You first have to get stamped out of Malaysia, then stamped in to Thailand.
Train from Padang Besar to Hat Yai
From the information we’d been able to find online, we understood we’d probably have to wait until 2:30 pm for the afternoon train to Hat Yai.
In fact we were early enough to board the morning train almost immediately at around 09:55 am Malaysian time (08:55 am Thai time).
There are only these 2 trains per day.
Our one-way train tickets cost RM 18 (€4) per person for the 1-hour journey.
When we arrived at Hat Yai, as anticipated we found our Malaysian SIM cards didn’t work in Thailand. So our first job was to find a phone shop just outside the station where we purchased a local Thai SIM card (valid for 1 month) for 200 Baht (€5.50).
The girl in the phone shop spoke no English (which is the norm in this area of Thailand) but we muddled through with the aid of another customer in the shop.
Grab from Hat Yai to Songkhla
So with just a 30-minute delay we were able to book our next Grab from Hat Yai Junction to out hotel in Songkhla.
This was a bit pricier at 600 Baht (€16.50) for the 40-minute 29 km journey. We finally settled into our hotel around 12 noon local time.
Our total journey since boarding the boat at Langkawi jetty had taken 5.5 hours and cost €44 for the two of us.
We could have done it cheaper by taking buses instead of Grabs, but didn’t consider the extra time and hassle would have been worth it.
The Malaysia Embassy in Songkhla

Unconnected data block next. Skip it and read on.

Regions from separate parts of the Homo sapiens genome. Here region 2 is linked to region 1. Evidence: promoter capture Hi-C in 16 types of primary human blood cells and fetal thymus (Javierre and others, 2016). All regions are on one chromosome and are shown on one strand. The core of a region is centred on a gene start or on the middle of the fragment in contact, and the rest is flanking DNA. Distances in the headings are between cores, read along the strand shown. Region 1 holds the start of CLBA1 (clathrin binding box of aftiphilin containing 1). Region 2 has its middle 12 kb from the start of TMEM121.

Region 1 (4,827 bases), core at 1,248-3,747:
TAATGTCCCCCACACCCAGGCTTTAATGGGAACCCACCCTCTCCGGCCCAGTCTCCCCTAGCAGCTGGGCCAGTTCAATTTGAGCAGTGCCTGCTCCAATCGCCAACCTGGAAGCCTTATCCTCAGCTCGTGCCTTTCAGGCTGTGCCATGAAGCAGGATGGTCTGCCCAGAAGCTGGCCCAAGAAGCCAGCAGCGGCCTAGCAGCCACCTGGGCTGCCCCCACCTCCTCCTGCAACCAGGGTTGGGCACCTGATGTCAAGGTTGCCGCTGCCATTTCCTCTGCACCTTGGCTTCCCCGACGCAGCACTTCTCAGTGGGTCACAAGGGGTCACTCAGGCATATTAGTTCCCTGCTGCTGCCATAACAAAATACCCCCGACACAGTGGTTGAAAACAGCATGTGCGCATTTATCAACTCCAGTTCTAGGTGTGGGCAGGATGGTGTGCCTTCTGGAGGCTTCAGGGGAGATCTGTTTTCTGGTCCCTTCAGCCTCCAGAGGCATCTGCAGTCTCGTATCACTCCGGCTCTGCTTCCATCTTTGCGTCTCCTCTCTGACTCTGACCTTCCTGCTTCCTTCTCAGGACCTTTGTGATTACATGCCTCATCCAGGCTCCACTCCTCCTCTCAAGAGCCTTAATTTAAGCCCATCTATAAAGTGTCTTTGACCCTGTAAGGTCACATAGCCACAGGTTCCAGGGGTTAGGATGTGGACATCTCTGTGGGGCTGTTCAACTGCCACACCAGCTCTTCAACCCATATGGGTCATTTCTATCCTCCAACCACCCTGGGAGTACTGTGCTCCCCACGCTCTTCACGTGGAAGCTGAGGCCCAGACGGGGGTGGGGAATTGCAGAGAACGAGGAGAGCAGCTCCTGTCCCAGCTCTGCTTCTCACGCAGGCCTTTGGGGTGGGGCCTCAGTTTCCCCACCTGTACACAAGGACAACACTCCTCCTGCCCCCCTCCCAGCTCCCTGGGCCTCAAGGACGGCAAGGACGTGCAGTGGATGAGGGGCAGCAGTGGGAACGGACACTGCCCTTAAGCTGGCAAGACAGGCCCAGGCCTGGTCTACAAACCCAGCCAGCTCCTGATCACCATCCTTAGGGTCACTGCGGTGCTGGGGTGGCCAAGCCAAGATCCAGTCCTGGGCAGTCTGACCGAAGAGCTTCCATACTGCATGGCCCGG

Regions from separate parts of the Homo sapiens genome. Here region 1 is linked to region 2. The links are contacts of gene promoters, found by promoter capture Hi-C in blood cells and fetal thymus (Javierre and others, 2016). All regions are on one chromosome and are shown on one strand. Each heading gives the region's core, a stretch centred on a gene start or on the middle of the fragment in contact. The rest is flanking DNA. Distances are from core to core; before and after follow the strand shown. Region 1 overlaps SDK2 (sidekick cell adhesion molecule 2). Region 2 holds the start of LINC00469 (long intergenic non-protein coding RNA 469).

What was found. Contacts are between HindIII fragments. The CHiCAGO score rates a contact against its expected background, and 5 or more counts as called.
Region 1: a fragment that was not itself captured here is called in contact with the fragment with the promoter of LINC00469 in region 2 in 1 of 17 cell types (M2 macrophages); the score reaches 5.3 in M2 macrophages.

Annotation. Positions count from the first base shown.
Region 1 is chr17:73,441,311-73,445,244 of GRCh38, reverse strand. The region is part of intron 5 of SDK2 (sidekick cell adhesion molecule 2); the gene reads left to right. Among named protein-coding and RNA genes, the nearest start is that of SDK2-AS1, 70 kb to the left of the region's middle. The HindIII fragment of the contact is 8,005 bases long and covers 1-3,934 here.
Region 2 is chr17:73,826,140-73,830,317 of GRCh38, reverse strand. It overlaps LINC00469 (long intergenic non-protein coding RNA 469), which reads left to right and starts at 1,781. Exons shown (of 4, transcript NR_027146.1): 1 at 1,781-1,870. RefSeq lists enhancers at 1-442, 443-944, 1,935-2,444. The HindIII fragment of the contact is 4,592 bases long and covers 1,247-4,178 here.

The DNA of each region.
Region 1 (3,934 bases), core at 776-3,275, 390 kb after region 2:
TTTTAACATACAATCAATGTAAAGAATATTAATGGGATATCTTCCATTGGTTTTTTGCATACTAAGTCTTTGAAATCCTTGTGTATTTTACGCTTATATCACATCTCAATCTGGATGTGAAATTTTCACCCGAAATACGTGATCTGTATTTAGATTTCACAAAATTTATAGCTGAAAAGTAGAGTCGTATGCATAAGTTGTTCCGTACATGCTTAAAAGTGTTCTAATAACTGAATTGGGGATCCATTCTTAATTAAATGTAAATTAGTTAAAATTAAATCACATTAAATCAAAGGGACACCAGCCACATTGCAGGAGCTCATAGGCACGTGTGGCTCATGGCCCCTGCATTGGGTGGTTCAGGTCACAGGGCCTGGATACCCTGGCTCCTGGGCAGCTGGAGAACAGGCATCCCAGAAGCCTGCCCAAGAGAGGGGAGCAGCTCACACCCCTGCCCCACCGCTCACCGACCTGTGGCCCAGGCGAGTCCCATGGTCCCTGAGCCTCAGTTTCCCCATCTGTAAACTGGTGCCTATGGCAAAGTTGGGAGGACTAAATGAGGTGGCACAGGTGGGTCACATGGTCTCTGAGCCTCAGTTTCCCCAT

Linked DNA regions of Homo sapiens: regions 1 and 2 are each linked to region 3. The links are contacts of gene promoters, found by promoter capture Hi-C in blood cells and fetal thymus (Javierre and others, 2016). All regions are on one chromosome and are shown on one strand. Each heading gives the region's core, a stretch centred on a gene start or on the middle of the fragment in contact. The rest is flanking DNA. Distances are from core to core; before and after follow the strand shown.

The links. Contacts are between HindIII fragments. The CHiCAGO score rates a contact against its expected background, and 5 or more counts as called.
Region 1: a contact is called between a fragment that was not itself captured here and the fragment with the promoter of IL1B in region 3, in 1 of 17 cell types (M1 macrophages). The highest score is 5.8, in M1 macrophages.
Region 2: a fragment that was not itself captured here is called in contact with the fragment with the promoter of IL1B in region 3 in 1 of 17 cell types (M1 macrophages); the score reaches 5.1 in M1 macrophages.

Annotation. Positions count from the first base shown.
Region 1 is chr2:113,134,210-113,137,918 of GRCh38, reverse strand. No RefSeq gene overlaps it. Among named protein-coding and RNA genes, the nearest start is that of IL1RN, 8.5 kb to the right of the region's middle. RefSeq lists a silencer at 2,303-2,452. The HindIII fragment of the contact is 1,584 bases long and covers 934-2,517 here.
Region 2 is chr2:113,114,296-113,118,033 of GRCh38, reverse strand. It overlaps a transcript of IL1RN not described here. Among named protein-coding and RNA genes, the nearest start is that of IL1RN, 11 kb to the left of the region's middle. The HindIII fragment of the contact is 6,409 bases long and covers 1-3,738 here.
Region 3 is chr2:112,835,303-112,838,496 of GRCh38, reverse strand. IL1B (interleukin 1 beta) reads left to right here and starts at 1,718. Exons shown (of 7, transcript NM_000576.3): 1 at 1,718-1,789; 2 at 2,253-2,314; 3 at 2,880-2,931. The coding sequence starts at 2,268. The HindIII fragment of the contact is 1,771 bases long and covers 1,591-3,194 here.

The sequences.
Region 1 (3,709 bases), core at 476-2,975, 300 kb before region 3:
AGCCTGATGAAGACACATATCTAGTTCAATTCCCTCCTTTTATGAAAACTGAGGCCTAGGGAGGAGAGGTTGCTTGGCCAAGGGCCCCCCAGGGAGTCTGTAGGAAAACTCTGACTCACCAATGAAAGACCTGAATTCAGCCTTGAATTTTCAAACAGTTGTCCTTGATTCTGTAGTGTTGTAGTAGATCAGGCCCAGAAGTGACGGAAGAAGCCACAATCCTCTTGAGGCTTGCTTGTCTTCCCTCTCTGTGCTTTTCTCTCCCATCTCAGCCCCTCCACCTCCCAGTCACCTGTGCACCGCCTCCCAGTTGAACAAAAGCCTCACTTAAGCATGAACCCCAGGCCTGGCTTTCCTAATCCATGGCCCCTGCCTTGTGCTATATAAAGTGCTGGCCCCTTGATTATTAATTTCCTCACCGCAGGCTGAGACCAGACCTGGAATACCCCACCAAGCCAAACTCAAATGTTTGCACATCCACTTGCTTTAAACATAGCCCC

The Malaysian embassy in Songkhla opens between 8:30 am and 4:30 pm Monday to Friday. A visa application takes at least 2 days.
On the first day you make your application and they take your passport. You have to return (usually the following working day) to pick up your passport – ideally with your visa stamp 🙄
Bear in mind that in addition to your passport you need to submit a photograph, a completed application form, your address in Malaysia, a copy of your passport and a copy of your return flight ticket.
If you don’t have all these items in order, you will have a problem making your submission. The staff are not particularly helpful and (like everywhere else in Songkhla) they don’t speak English.
When planning your visa run, it’s therefore wise to give yourself sufficient time to complete the process. In any event, you need to spend at least 3 days outside Malaysia before returning on your new visa.
We submitted our application on a Friday morning. They took our passport and told us to return on the following Monday afternoon. At least, there were no queues, and no waiting time.
When we returned to pick up the passport we were charged 200 Baht (€5.50) and given a 3-month Malaysian visa.
Return Journey – Songkhla to Langkawi
We returned to Malaysia using the same transport options. There’s not a lot of choice here.
For example, instead of taking a Grab from our hotel in Songkhla (to Hat Yai) we could have taken a minibus. It’s a lot cheaper – 60 Baht (€1.60) each.
However we would have had to hike 25 minutes to the minibus park, wait until they’re ready to go, and then get dropped off who knows where in Hat Yai.
Our Grab dropped us off directly at Hat Yai Junction (train station), where we bought 2 tickets to Padang Besar for 50 Baht (€1.40) each.
There are only 3 trains per day travelling from Hat Yai to Pedang Besar. Two of them very early in the morning and just one later in the day at 2 pm (our only realistic option).
From Padang Besar we took another Grab to the ferry at Kuala Perlis for RM 55 (€12). The Thai phone card was still working just over the border so we didn’t need to change SIM cards to get Internet access.
However, we did forget about the 1 hour time difference (!) so we arrived at the ferry with just 30 minutes to spare.
Fortunately for us our visa run went smoothly enough, without any hitches. This was down to planning more than anything else, plus a certain amount of luck.
After all, everything ran on time (and our ferry didn’t sink).
For more stories about our related recent adventures in this part of the world, be sure to check out our ‘13 Weeks in Langkawi’ special articles.